By David Biale
Two years ago, I agreed to serve as the head of an international team of nine scholars from the US, UK, Poland, and Israel who are attempting to write a history of Hasidism, the eighteenth-century Eastern European pietistic movement that remains an important force in the Orthodox Jewish world today. I was perhaps not the obvious choice for this role. Although I’ve written several articles and book chapters on Hasidism, it has not been my main area of research. But Arthur Green, one of the foremost historians of Hasidism and the person who was supposed to head the team, was unable to take on the role and I had had some success as the editor of a large compendium on Jewish and Israeli culture (Cultures of the Jews: A New History). And so, my colleagues convinced me to take on the organizational and editorial work on the project.
Surprisingly, given its long history and influence, no general history of Hasidism exists. The first attempt at such a history was published in 1931 by Simon Dubnow, the doyen of Jewish history in Russia. Dubnow had begun collecting materials for a history of Hasidism in the 1890s. However, his history covered only the first half century of the movement, ending in 1815, which is when he believed the creative period of Hasidism came to an end.
If I was going to direct this ambitious project, I needed to come up to speed on the bibliography of research over the last half century. I was familiar with the major works of the older generation of scholars such as Gershom Scholem, Joseph Weiss, Rivka Schatz-Uffenheimer, and Mendel Piekarz (to name some of the most important) as well as the younger generation, some of whom are members of our team (Ada Rapoport-Albert, Moshe Rosman, and David Assaf). Although the research community working on Hasidism is relatively small, there is still an impressive body of scholarly literature that has emerged over the last few decades.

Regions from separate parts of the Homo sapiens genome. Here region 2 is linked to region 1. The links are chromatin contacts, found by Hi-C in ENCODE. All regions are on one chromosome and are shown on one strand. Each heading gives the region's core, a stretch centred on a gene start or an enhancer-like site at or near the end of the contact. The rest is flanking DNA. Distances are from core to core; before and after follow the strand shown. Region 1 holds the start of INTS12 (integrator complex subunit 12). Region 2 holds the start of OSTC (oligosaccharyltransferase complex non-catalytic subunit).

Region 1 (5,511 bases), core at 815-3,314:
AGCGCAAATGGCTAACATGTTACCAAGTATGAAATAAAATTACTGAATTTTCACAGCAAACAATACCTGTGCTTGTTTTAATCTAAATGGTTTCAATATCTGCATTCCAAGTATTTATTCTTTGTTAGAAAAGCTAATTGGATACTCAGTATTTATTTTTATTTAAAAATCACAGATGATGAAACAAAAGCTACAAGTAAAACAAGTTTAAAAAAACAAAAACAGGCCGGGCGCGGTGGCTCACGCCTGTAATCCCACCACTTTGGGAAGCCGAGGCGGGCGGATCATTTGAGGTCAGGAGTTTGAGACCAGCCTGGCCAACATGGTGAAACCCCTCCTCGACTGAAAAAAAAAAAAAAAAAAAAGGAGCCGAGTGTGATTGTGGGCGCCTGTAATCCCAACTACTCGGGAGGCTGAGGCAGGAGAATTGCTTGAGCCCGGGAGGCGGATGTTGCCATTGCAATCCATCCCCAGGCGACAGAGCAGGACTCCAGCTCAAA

Fortunately, at about the time I accepted the invitation to direct the Hasidism project, I was also approached by Oxford University Press to serve as Editor-in-Chief of Oxford Bibliographies in Jewish Studies. My first task was to prepare a sample bibliography. So, instead of taking on a subject whose sources were at my fingertips, I decided to put together a bibliography of Hasidism, killing the proverbial “two birds with one stone” (or, as the Jewish saying has it, “to dance at two weddings”).
What emerged from this immersion in the sources was the growing sense that our new history could significantly revise the earlier scholarship. In most of the earlier studies, as well as in Hasidism’s own self-conception, the movement was founded by the Baal Shem Tov, who died in 1760. But like the historical Jesus of Nazareth, the Baal Shem Tov (also known as the Besht) wrote little and probably had no intention of founding a movement. It was only later in the eighteenth century that scattered charismatic leaders (known as rebbes in Yiddish, or zaddikim in Hebrew) began to be seen (and to see themselves) as a coherent movement. But since the Hasidim organized themselves as devoted followers of specific individuals, the movement had no central core. Each of these rebbes had his own philosophy and style of leadership, so that one should speak of Hasidism in the plural.
The nineteenth century, far from a time of stagnation, as Dubnow thought, now appears to have been the golden age of Hasidism. While it is questionable whether the majority of Eastern Jews were Hasidim, the movement spread rapidly and became even more active in areas of Poland and Galicia than in the provinces of Ukraine where it originated. In the twentieth century, Hasidism underwent a sharp decline as a result of the Bolshevik Revolution, the rise of secular Jewish politics in Poland, and the devastation of the Holocaust (see The Holocaust in Poland). Following World War II, the movement rose from the ashes in North America and Israel, in exile, as it were, from its Eastern European homeland. Today, there may be as many as three-quarters of a million Hasidim (out of 13 million Jews worldwide). But a movement that presents itself and is often seen by others as devout guardians of tradition is, in reality, something new, a product of modernity no less than Jewish secularism.
David Biale, Editor in Chief of Oxford Bibliographies in Jewish Studies, is the Emanuel Ringelblum Professor of Jewish History in the department of history of University of California Davis. He is the editor of Cultures of the Jews: A New History (Schocken Books, 2002) and the author of Blood and Belief: The Circulating of a Symbol Between Jews and Christians (University of California Press, 2008).
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